What Happens Inside Kids’ Brains As They Watch “Sesame Street”

What happens in a child’s brain when they watch “Sesame Street”? A new study by scientists at University of Rochester aimed to find out, reports the website PsychCentral:

“For the investigation, 27 children between the ages of 4 and 11, and 20 adults watched the same 20-minute ‘Sesame Street’ video. The children then took standardized IQ tests for math and verbal ability.

To capture the neural response to the show, the researchers used an fMRI machine to scan the brains of participants as they watched Big Bird, the Count, Elmo and other stars of the educational series. Using statistical algorithms, the researchers then created ‘neural maps’ of the thought processes for the children and the adults and compared the groups.

The result? Children whose neural maps more closely resembled the neural maps of adults scored higher on standardized math and verbal tests. In other words, the brain’s neural structure, like other parts of the body, develops along predictable pathways as we mature.

The study also confirmed where in the brain these developing abilities are located. For verbal tasks, adult-like neural patterns in the Broca area, which is involved in speech and language, predicted higher verbal test scores in children. For math, better scores were linked to more mature patterns in the intraparietal sulcus (IPS), a region of the brain known to be involved in the processing of numbers.

Although the study does not advocate TV watching, it does show that ‘neural patterns during an everyday activity like watching television are related to a person’s intellectual maturity,’ said lead author Jessica Cantlon, a cognitive scientist at the University of Rochester.

‘It’s not the case that if you put a child in front of an educational TV program that nothing is happening—that the brain just sort of zones out. Instead, what we see is that the patterns of neural activity that children are showing are meaningful and related to their intellectual abilities.’” (Read more here.)

One takeaway from this study is that—despite the many variations and differences among people—our brains are more alike than different, and the brain, “like other parts of the body, develops along predictable pathways as we mature.” Important to remember in a world that is obsessed with “learning styles” and “personalized learning.”

One Response to “What Happens Inside Kids’ Brains As They Watch “Sesame Street””

  1. This is an interesting article but I have a quibble with your takeaway. It shouldn’t be too surprising that our brains are wired similarly to manage standardized tasks. After all, those standardized tests are written to test standardized knowledge theoretically accounting for cultural, socio-economic and other differences. It would be far more revealing if the research showed that the human brain can handle these tasks using a variety of different “wiring” approaches. Or if the research showed that children tackle math concepts using a different part of the brain than adults. I don’t believe this really challenges the core concepts embodied by multi sensory, learning styles, and personalized learning. Those areas do have room for critique and improvement but I don’t think this research supports that challenge. The real point of “personalization” is that different students have different motivators, different strengths, different experiences. The goal of a football coach is to win games (score points, prevent the other team from scoring more). Some players are designated for offense, some defense. Some players have speed. Some players have strength. Some are motivated by a “drill sergeant” approach. Some are motivated by praise. A good coach accommodates those differences. Physiologically it is twitching muscles, hand-eye coordination, stamina, reaction time, etc. The coach that only recruits or drafts players based on a physiological profile ends up with losing record.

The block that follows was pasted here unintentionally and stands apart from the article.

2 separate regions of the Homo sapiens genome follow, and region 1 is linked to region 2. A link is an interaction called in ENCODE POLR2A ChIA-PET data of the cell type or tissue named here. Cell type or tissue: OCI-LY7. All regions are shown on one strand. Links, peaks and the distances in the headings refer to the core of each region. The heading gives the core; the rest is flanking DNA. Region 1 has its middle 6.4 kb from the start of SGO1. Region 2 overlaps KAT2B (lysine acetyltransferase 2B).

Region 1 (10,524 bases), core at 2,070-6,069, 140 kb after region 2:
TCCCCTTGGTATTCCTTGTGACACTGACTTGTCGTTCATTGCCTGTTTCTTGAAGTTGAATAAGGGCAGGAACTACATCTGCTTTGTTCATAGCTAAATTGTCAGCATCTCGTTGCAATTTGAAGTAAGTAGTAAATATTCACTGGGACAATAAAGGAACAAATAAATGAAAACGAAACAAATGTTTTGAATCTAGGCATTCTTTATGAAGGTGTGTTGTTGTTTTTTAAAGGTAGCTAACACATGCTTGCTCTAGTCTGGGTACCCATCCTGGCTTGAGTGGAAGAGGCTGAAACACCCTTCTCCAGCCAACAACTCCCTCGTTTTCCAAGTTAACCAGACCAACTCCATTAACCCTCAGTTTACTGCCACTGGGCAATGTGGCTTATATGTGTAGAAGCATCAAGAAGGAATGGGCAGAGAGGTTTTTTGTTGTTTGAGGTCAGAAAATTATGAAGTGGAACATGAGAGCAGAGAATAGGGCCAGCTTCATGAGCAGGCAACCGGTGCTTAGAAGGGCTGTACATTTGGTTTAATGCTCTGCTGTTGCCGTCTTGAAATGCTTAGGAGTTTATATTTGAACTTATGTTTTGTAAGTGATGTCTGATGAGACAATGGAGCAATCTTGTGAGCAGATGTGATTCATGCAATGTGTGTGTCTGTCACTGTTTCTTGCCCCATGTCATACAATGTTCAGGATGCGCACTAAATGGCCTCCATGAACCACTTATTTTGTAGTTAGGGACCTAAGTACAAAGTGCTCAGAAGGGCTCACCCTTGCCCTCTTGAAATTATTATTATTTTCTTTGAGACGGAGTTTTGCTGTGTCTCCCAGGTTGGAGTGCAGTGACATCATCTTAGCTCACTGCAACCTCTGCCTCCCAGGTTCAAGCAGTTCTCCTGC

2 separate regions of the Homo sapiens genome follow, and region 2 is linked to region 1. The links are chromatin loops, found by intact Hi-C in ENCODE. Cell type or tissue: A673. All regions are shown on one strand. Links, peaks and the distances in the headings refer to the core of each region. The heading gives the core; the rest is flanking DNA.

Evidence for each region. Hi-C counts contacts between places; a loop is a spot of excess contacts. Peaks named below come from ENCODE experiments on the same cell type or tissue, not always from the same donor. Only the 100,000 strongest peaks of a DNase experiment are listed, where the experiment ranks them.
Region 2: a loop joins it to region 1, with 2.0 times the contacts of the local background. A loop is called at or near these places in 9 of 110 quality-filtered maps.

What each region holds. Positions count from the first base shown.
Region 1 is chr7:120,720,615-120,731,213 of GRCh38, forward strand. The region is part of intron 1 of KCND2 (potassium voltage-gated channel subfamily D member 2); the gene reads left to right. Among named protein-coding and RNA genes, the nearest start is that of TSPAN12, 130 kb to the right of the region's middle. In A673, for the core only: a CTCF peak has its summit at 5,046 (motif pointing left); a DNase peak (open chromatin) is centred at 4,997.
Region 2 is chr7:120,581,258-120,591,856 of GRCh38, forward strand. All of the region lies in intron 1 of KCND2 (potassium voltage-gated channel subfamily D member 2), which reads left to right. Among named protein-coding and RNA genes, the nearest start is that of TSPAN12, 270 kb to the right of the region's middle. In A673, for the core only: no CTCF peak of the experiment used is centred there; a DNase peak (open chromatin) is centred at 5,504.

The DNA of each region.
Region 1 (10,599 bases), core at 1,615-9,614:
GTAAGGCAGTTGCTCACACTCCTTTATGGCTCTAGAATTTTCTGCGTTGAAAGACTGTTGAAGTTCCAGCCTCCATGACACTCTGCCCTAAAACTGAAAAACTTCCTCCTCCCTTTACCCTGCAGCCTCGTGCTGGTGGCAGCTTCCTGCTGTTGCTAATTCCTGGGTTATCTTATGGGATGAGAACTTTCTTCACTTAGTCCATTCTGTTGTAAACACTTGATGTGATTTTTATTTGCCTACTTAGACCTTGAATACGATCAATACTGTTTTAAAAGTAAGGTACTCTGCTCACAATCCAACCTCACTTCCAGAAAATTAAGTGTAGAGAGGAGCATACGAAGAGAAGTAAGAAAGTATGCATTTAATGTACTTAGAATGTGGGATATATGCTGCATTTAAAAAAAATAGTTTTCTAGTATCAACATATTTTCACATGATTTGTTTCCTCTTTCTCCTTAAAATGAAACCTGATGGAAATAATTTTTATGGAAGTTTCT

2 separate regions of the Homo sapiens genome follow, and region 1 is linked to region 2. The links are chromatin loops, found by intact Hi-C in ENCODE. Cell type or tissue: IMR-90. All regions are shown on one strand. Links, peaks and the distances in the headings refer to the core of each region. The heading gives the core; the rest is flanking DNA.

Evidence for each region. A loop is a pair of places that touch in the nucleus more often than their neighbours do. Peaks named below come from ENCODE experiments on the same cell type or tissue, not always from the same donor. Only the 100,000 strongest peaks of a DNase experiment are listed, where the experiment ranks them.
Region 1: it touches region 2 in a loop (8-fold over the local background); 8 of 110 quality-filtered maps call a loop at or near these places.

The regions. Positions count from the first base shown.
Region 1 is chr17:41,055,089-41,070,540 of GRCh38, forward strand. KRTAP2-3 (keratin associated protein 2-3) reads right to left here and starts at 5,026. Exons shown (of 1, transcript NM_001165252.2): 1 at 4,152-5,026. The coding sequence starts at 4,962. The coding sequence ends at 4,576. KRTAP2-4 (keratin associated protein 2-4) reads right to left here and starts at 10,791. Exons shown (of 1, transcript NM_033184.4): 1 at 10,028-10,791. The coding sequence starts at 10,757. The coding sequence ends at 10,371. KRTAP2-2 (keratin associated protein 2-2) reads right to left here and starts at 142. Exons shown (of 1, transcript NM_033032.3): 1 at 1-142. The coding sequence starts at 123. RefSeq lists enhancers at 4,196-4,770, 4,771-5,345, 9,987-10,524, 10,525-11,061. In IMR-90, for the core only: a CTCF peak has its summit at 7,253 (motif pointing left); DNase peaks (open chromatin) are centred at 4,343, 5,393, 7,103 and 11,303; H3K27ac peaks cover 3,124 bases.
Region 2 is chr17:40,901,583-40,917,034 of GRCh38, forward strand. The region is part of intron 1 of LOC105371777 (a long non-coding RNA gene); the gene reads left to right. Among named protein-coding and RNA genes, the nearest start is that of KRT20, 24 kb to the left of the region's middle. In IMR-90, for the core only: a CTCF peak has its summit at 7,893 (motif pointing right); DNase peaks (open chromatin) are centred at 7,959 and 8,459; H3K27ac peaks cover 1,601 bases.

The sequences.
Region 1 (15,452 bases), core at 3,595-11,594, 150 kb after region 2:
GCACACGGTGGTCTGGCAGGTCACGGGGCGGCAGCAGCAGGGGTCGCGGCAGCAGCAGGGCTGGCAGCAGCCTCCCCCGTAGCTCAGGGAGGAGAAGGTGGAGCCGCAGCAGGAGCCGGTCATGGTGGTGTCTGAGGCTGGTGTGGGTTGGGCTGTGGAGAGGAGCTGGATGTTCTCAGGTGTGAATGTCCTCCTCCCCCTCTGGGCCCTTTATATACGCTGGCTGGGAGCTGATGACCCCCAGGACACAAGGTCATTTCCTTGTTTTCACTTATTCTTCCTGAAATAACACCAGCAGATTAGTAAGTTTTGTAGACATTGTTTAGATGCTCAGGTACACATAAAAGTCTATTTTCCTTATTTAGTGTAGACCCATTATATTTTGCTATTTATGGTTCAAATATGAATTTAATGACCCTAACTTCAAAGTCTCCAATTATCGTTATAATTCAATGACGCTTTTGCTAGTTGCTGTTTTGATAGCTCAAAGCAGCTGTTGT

I took two main things from the article: “Experts hope that a better understanding of brain development may help scientists determine the cause of learning disabilities.” If we can show that success on standardized tests can be linked to “standard” wiring approaches. Can we show that “non-standard” wiring approaches are tied to lower test scores. That wouldn’t be surprising but it would indicate a potentially useful method for diagnosing learning differences.
    The second takeaway is really an interest in seeing a longitudinal study. Can we track this finding over time, “Children whose neural maps more closely resembled the neural maps of adults scored higher on standardized math and verbal tests.” Does this finding hold long term? Do those students continue to succeed or is it a temporary head start which might indicate that the standardized tests are not measuring ability at a common developmental point but only measuring those who are developmentally ahead of their peers.

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